February 4, 2016
After several years of controversy over a colony of baboons held by the University of Oklahoma (OU), the university announced in September that the facility will be shut down over the next several years.
But the fate of the approximately 750 baboons hangs in the balance. Please send a letter to OU President David Boren requesting that the baboons be retired from research and instead sent to reputable sanctuaries to live out their lives in peace.
Since 2001, The University of Oklahoma has operated one of the largest baboon breeding and research programs in the world, receiving millions of taxpayer dollars from the U.S. government. The facility received over $2 million from the National Institutes of Health (NIH) for 2015 alone. OU breeds and houses about 750 baboons at its Fort Reno Science Park who are leased or sold to researchers for experiments.
Exterior OU baboon facility
Photo credit: Oklahoma NewsOn6.com
Last year, as part of its mandatory report to the USDA, OU admitted at least 51 of their baboons have died since 2013. Some of these baboons died brutal, potentially preventable, deaths. For example, a young male was crushed to death during transportation, and a malnourished mother killed and ate her own infant.
Many of the deaths were newborns or very young who were apparently killed by attacks from older, aggressive males. Disturbingly, these deaths were unknown to caretakers until their mangled bodies were discovered. All of this paints a very troubling picture of a facility unable to provide adequate care for its animals.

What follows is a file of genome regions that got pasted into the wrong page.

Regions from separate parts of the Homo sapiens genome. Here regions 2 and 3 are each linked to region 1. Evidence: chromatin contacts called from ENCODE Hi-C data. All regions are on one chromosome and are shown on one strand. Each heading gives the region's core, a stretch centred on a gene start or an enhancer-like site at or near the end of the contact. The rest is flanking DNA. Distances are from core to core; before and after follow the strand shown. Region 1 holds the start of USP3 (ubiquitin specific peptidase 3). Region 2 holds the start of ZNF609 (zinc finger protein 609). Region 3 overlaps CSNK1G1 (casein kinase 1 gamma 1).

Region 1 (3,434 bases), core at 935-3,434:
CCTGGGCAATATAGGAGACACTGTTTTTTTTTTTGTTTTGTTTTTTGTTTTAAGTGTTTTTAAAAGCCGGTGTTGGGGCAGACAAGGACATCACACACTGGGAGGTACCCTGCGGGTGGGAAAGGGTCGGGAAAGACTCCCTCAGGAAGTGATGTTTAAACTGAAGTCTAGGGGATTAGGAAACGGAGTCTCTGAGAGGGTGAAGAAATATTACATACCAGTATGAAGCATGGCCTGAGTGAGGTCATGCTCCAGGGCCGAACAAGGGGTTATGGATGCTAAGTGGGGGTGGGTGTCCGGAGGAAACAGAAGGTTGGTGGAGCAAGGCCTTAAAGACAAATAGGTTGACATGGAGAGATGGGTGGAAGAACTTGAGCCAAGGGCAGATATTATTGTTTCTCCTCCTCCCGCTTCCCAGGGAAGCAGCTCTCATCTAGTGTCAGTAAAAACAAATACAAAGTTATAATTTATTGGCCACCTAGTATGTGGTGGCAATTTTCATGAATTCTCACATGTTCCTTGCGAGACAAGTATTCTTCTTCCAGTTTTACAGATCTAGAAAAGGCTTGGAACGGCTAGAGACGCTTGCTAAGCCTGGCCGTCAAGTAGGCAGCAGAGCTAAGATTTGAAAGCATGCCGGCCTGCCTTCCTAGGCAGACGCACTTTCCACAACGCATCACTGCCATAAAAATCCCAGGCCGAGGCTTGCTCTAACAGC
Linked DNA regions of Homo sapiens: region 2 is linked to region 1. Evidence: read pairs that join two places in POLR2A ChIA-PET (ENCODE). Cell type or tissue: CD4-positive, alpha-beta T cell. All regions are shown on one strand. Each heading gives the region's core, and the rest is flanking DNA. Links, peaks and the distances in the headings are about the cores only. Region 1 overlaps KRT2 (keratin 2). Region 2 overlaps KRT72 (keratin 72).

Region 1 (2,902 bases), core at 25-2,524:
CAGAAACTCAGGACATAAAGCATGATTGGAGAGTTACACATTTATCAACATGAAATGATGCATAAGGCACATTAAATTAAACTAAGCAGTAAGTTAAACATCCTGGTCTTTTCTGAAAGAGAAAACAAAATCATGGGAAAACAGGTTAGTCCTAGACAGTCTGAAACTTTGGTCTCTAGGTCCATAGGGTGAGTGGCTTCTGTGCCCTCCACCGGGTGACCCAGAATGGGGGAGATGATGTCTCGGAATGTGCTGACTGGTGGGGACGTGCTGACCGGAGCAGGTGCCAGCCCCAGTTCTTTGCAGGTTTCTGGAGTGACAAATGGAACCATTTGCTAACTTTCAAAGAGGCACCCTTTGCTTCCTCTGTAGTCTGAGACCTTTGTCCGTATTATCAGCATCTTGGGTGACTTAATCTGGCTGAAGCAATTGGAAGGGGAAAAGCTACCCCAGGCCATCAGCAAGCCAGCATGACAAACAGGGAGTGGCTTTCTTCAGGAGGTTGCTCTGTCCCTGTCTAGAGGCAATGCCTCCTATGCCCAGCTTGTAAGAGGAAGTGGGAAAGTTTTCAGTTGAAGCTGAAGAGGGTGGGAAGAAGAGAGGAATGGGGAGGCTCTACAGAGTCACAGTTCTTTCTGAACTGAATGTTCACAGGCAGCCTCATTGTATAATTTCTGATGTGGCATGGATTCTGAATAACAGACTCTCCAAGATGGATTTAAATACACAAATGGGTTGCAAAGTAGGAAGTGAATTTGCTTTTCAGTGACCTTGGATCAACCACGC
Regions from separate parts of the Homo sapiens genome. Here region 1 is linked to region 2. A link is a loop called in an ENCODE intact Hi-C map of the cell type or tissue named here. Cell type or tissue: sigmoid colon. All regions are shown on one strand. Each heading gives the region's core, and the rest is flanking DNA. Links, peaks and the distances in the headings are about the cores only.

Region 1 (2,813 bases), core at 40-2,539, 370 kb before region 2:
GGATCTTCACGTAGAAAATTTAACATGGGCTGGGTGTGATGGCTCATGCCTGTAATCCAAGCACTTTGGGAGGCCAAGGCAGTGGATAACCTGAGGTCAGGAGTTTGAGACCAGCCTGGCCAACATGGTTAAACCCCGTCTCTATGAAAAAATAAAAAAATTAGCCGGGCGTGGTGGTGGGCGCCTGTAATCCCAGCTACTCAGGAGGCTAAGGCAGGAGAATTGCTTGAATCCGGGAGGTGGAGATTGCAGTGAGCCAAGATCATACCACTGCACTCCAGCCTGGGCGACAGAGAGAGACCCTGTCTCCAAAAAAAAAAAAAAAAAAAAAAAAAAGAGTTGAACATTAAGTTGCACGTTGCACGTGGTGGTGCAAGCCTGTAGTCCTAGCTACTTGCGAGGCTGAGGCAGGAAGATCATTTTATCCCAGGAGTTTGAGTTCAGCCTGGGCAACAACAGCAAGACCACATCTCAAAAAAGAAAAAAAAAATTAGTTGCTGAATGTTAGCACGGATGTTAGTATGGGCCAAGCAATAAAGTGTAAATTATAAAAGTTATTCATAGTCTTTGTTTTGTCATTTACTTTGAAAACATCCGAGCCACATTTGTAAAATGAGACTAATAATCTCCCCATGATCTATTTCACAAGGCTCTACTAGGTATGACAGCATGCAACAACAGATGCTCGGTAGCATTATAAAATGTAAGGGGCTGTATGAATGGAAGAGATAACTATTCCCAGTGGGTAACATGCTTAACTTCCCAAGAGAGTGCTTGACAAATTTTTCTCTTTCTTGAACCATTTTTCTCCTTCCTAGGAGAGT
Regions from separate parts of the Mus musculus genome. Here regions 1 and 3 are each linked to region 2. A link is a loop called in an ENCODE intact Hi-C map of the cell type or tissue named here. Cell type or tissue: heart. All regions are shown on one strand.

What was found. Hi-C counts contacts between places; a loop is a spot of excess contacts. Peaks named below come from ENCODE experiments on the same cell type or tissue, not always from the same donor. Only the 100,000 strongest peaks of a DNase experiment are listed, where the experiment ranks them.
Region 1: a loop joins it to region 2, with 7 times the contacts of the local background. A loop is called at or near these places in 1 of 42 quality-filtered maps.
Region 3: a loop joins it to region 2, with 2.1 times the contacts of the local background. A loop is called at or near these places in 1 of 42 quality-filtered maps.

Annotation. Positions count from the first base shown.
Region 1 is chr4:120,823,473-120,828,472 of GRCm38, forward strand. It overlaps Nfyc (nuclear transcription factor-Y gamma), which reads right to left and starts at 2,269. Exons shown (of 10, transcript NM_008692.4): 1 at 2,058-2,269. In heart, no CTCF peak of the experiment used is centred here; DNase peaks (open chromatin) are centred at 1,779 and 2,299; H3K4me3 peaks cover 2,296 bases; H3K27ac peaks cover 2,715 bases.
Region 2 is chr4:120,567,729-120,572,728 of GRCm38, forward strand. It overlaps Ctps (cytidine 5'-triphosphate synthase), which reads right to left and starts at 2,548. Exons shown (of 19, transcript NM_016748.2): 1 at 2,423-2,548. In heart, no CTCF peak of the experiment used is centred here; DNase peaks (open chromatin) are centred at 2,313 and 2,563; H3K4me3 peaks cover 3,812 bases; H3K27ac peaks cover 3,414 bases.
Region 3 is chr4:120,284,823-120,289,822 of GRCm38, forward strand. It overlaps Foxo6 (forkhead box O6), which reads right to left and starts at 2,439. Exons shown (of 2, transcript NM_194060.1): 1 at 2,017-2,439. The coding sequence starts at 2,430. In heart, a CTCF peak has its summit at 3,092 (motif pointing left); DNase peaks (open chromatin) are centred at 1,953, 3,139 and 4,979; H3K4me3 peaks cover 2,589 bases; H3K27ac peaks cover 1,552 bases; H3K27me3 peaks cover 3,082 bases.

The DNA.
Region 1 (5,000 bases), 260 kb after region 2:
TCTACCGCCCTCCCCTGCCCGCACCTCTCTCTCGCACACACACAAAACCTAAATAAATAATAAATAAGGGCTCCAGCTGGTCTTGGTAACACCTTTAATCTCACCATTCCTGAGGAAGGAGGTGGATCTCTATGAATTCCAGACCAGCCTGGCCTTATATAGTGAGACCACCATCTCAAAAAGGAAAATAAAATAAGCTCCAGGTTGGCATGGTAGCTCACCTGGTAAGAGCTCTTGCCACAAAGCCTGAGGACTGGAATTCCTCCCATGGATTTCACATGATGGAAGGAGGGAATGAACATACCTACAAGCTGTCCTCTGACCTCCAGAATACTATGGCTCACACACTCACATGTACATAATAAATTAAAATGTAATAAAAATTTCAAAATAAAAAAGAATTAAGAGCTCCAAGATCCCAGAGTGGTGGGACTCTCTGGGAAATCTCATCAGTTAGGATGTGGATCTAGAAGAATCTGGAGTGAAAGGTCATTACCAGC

In response to public outrage, OU President David Boren ordered an internal investigation of the baboon program last August. On September 8, President Boren announced that the university would phase out the baboon colony within the next three or four years.
While the OU baboon program's days are numbered, the baboons themselves are still in danger. Hundreds of baboons need a place to go when the program's supporting grants expire, and their fate still is unclear.
OU officials are currently working with the NIH to determine whether to send the baboons to other research laboratories or to sanctuaries. Primate experts and advocates have pointed out that the current El Reno facility is well-suited to the baboon’s housing and could serve as a sanctuary with minimal modifications.
Please send your polite letter to OU President David Boren, asking that all of the OU baboons be retired from invasive biomedical research and be released to live in sanctuaries. The letter will also go to NIH Director Dr. Francis Collins, since NIH maintains ownership of the baboons.
Thank you for taking action to spare these animals from future lives in a laboratory.
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